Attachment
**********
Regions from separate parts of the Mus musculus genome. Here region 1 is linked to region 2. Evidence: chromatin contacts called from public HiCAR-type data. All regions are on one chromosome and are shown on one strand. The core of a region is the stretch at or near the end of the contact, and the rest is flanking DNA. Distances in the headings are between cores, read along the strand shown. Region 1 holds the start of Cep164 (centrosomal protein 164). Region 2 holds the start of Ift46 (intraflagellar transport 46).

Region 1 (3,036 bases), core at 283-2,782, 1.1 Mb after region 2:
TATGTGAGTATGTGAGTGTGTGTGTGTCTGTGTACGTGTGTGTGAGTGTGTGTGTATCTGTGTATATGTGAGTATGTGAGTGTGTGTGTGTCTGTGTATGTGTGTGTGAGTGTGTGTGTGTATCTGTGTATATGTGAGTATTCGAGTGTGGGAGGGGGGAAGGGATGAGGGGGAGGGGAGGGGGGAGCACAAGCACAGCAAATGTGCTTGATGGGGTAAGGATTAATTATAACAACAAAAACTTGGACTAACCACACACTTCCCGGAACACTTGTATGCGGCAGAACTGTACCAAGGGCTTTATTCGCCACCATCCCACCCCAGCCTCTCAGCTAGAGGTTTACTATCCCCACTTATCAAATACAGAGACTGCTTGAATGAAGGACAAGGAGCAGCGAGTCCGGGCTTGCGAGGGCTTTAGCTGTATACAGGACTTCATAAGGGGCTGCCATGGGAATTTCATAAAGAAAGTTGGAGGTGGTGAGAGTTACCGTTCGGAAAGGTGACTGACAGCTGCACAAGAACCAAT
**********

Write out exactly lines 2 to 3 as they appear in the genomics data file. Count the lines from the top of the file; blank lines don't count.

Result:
Region 1 (3,036 bases), core at 283-2,782, 1.1 Mb after region 2:
TATGTGAGTATGTGAGTGTGTGTGTGTCTGTGTACGTGTGTGTGAGTGTGTGTGTATCTGTGTATATGTGAGTATGTGAGTGTGTGTGTGTCTGTGTATGTGTGTGTGAGTGTGTGTGTGTATCTGTGTATATGTGAGTATTCGAGTGTGGGAGGGGGGAAGGGATGAGGGGGAGGGGAGGGGGGAGCACAAGCACAGCAAATGTGCTTGATGGGGTAAGGATTAATTATAACAACAAAAACTTGGACTAACCACACACTTCCCGGAACACTTGTATGCGGCAGAACTGTACCAAGGGCTTTATTCGCCACCATCCCACCCCAGCCTCTCAGCTAGAGGTTTACTATCCCCACTTATCAAATACAGAGACTGCTTGAATGAAGGACAAGGAGCAGCGAGTCCGGGCTTGCGAGGGCTTTAGCTGTATACAGGACTTCATAAGGGGCTGCCATGGGAATTTCATAAAGAAAGTTGGAGGTGGTGAGAGTTACCGTTCGGAAAGGTGACTGACAGCTGCACAAGAACCAAT